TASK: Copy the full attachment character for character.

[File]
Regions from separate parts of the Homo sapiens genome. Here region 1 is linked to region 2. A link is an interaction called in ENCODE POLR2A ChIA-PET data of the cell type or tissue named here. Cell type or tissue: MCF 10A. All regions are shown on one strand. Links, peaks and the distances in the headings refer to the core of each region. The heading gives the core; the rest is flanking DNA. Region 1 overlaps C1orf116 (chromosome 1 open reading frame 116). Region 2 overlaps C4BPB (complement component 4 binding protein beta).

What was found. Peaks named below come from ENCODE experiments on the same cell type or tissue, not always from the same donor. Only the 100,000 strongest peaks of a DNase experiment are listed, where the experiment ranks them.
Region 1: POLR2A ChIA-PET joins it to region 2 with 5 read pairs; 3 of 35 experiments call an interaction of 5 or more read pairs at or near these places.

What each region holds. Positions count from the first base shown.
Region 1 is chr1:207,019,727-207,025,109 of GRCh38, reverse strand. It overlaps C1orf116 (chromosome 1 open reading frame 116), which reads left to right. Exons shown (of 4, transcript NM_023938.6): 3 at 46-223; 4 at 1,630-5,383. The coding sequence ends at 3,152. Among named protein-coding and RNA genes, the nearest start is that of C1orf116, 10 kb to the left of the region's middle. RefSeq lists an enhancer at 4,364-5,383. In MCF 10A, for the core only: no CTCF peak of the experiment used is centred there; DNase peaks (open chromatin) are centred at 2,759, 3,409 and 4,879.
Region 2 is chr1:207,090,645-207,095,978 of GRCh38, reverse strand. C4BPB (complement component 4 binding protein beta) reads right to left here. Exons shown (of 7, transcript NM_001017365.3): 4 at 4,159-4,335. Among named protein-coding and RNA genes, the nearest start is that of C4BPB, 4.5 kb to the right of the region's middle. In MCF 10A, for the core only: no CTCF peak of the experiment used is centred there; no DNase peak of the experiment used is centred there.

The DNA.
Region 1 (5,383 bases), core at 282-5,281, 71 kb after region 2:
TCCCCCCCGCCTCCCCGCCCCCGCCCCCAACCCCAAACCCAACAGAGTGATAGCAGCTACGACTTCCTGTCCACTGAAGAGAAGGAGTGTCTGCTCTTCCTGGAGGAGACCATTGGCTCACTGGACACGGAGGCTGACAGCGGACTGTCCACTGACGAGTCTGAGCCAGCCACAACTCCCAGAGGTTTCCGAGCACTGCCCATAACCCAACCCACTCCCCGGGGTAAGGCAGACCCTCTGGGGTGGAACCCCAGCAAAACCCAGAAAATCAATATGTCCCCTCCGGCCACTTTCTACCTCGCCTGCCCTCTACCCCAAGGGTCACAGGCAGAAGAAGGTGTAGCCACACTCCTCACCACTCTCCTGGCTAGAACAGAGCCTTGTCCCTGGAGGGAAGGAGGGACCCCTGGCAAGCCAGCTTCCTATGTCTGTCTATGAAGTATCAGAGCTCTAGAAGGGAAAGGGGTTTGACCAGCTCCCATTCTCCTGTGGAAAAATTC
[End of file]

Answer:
Regions from separate parts of the Homo sapiens genome. Here region 1 is linked to region 2. A link is an interaction called in ENCODE POLR2A ChIA-PET data of the cell type or tissue named here. Cell type or tissue: MCF 10A. All regions are shown on one strand. Links, peaks and the distances in the headings refer to the core of each region. The heading gives the core; the rest is flanking DNA. Region 1 overlaps C1orf116 (chromosome 1 open reading frame 116). Region 2 overlaps C4BPB (complement component 4 binding protein beta).

What was found. Peaks named below come from ENCODE experiments on the same cell type or tissue, not always from the same donor. Only the 100,000 strongest peaks of a DNase experiment are listed, where the experiment ranks them.
Region 1: POLR2A ChIA-PET joins it to region 2 with 5 read pairs; 3 of 35 experiments call an interaction of 5 or more read pairs at or near these places.

What each region holds. Positions count from the first base shown.
Region 1 is chr1:207,019,727-207,025,109 of GRCh38, reverse strand. It overlaps C1orf116 (chromosome 1 open reading frame 116), which reads left to right. Exons shown (of 4, transcript NM_023938.6): 3 at 46-223; 4 at 1,630-5,383. The coding sequence ends at 3,152. Among named protein-coding and RNA genes, the nearest start is that of C1orf116, 10 kb to the left of the region's middle. RefSeq lists an enhancer at 4,364-5,383. In MCF 10A, for the core only: no CTCF peak of the experiment used is centred there; DNase peaks (open chromatin) are centred at 2,759, 3,409 and 4,879.
Region 2 is chr1:207,090,645-207,095,978 of GRCh38, reverse strand. C4BPB (complement component 4 binding protein beta) reads right to left here. Exons shown (of 7, transcript NM_001017365.3): 4 at 4,159-4,335. Among named protein-coding and RNA genes, the nearest start is that of C4BPB, 4.5 kb to the right of the region's middle. In MCF 10A, for the core only: no CTCF peak of the experiment used is centred there; no DNase peak of the experiment used is centred there.

The DNA.
Region 1 (5,383 bases), core at 282-5,281, 71 kb after region 2:
TCCCCCCCGCCTCCCCGCCCCCGCCCCCAACCCCAAACCCAACAGAGTGATAGCAGCTACGACTTCCTGTCCACTGAAGAGAAGGAGTGTCTGCTCTTCCTGGAGGAGACCATTGGCTCACTGGACACGGAGGCTGACAGCGGACTGTCCACTGACGAGTCTGAGCCAGCCACAACTCCCAGAGGTTTCCGAGCACTGCCCATAACCCAACCCACTCCCCGGGGTAAGGCAGACCCTCTGGGGTGGAACCCCAGCAAAACCCAGAAAATCAATATGTCCCCTCCGGCCACTTTCTACCTCGCCTGCCCTCTACCCCAAGGGTCACAGGCAGAAGAAGGTGTAGCCACACTCCTCACCACTCTCCTGGCTAGAACAGAGCCTTGTCCCTGGAGGGAAGGAGGGACCCCTGGCAAGCCAGCTTCCTATGTCTGTCTATGAAGTATCAGAGCTCTAGAAGGGAAAGGGGTTTGACCAGCTCCCATTCTCCTGTGGAAAAATTC